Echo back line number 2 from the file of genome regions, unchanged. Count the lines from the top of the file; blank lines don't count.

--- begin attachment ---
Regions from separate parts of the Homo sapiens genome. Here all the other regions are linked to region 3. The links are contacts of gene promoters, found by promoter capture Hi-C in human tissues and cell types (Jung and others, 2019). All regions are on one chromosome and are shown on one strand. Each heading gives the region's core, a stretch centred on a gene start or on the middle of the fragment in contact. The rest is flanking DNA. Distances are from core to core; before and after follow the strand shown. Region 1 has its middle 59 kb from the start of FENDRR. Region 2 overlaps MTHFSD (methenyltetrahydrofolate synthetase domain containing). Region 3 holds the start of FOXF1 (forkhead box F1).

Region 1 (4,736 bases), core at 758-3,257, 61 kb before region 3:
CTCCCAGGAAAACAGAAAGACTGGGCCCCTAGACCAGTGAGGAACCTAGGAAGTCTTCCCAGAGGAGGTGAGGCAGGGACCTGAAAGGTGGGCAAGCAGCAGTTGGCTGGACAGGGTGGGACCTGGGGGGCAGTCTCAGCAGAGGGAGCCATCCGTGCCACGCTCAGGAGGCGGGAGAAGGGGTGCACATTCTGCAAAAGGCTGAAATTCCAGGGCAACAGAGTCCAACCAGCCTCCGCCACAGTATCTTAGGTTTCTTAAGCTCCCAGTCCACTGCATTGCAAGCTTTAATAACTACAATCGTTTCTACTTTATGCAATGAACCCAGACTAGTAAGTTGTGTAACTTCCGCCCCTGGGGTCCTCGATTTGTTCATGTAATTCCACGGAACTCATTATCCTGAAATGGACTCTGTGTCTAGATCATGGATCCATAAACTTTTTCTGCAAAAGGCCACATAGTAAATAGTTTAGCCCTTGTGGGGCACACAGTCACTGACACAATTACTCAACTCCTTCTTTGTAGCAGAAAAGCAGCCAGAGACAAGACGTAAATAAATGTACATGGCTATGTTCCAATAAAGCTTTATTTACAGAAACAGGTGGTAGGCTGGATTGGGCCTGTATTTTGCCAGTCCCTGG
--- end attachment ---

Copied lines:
Region 1 (4,736 bases), core at 758-3,257, 61 kb before region 3: